RAW EMOTION: Steve Smith's press conference after being sent home from South Africa in the wake of the ball tampering scandal was extraordinary.
RAW EMOTION: Steve Smith's press conference after being sent home from South Africa in the wake of the ball tampering scandal was extraordinary. Steve Christo

Paul Murray: Mob now calling for mercy

WHAT a strange week of extreme emotions as Australians swung between white hot anger and forgiveness when it came to our cheating cricketers.

Former vice-captain David Warner has become the villain of the scandal, but by week's end there was a mass showing of mercy for former captain Steve Smith and, to a lesser extent, the man who actually tampered with the ball, Cameron Bancroft.

When we all woke to the news of the cheating being exposed by eagle-eyed TV cameras in South Africa you could feel the rage in the air; radio was quickly filled with callers demanding anyone involved be sacked.

As the week wore on, legendary callers, like the ABC's Jim Maxwell, were close to tears at the stain the events had left on the baggy

green.

All the pieces were perfectly placed for Cricket Australia to swing the axe, and after some major fumbles at the start of the week punishments were, by anyone's standard, severe: Smith and Warner were out for a year, Bancroft nine months.

But the painful tears of a disgraced Bancroft and Smith turned an angry nation of fans around.

Smith's press conference was an extraordinary thing to watch live.

His pain was obvious and within seconds the voices calling for everyone involved to be rubbed out were now loudly calling for mercy.

The cheating was still the same, the punishment still stood, but after the public had got their wish, the results were there for all to see.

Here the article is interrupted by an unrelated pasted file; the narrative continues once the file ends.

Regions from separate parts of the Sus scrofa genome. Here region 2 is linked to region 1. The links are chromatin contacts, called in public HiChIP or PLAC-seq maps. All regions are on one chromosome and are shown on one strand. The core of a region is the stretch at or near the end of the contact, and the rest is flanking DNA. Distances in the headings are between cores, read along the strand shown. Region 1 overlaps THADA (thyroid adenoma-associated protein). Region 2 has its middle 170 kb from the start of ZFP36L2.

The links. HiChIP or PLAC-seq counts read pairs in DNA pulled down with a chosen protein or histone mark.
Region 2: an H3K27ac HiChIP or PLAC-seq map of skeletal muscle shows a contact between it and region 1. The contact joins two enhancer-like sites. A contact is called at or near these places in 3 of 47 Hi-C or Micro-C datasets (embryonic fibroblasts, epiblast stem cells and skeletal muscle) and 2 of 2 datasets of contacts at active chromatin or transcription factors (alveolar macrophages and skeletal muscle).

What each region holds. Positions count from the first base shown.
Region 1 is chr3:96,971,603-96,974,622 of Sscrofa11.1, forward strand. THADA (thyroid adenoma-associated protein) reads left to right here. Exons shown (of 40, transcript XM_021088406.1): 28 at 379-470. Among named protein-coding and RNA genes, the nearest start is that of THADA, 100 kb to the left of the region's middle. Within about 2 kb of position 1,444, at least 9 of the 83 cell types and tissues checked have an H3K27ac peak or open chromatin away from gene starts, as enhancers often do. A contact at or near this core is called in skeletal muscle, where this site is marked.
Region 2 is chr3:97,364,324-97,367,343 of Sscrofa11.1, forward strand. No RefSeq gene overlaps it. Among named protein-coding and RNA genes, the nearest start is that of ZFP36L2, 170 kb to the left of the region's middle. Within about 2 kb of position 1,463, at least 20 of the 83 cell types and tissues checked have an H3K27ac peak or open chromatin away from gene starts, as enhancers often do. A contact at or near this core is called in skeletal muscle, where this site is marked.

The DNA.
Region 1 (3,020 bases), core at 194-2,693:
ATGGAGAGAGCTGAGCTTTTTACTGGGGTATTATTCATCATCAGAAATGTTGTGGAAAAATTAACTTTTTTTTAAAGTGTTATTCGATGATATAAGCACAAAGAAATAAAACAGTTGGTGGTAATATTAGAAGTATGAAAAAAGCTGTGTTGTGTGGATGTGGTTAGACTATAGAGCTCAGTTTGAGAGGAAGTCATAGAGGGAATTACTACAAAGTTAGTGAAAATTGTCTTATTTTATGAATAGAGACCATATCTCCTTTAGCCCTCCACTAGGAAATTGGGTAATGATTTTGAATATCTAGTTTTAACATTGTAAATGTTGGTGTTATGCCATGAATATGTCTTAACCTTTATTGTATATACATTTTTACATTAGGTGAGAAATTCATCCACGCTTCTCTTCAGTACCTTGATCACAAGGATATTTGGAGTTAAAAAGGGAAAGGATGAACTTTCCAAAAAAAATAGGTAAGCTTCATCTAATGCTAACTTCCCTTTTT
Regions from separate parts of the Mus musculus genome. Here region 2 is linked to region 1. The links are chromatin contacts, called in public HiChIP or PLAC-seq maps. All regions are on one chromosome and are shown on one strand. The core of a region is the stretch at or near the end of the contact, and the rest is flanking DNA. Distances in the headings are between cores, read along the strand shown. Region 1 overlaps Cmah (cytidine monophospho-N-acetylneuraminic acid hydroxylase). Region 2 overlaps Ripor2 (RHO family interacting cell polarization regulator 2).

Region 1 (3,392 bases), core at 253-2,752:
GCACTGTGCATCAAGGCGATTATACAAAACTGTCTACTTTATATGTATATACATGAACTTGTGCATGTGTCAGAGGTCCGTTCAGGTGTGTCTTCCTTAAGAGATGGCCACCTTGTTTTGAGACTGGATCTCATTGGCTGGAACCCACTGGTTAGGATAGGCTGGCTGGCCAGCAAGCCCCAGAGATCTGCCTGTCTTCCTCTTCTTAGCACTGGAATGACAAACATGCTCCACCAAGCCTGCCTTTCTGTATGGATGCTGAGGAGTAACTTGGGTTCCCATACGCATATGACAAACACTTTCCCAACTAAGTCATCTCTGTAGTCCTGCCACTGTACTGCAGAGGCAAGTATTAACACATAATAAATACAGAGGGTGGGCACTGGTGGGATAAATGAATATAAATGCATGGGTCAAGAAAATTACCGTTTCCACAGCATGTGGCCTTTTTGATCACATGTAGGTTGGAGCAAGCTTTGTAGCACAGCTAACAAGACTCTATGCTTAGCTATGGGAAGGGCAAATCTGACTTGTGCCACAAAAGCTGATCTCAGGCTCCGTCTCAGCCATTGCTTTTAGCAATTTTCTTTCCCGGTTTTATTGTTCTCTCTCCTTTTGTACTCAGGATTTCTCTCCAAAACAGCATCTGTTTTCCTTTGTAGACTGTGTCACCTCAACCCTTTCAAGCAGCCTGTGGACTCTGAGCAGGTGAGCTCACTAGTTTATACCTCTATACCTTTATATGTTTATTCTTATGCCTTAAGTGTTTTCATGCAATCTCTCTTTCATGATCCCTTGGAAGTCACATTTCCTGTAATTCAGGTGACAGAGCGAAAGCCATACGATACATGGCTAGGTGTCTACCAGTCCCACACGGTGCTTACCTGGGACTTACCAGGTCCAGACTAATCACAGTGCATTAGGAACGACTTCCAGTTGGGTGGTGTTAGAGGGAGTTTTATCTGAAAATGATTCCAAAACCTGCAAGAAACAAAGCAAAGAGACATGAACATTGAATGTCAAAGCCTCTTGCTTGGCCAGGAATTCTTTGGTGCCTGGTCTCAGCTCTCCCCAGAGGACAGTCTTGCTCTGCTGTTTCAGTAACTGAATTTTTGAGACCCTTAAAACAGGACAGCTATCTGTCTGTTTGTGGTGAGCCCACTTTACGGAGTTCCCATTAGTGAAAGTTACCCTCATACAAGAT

THE GOLD COAST IS ABOUT TO BE THE CENTRE OF THE SPORTING WORLD, GET ON BOARD

I spent some time on the Gold Coast this week for Sky News and the city is well and truly ready to host the Commonwealth Games, but I'm not so sure about the people.

Don't get me wrong, they are some of my favourite in the country, but it was hard to pick up any sense of real excitement.

Yes, there are going to be traffic issues and they've blocked streets so pedestrians can get around. But there's plenty of money to be made from the nearly one million people who have bought tickets to see the sport.

They need to stay somewhere, eat somewhere and get around the coast.

They are looking for places to shop and things to do.

That should create a huge flow-on effect for the city.

In the past couple of years I've been lucky enough to see so much of Australia for Sky News, and take it from me, there's plenty of places that would kill to be as busy as the Gold Coast will be next month.

Regional Australia needs jobs, and people to buy stuff so they keep those jobs.

While two weeks of the Games is a sugar hit, that might be enough to ride out the bad times that come with any business.

One of the great regrets of my life is I never bought a ticket to the Sydney Olympics because I was convinced it would be too hard to get around.

Please make sure you don't make the same mistake.

Big events are something to be proud of, the inconvenience of hosting them is something we can all just take in our stride.

Go Australia and go Gold Coast.

* Paul Murray is a broadcaster at Sky News who can be seen weeknights 9-11pm AEST on Paul Murray LIVE.

* Like him on Facebook, just search for 'Paul Murray LIVE'.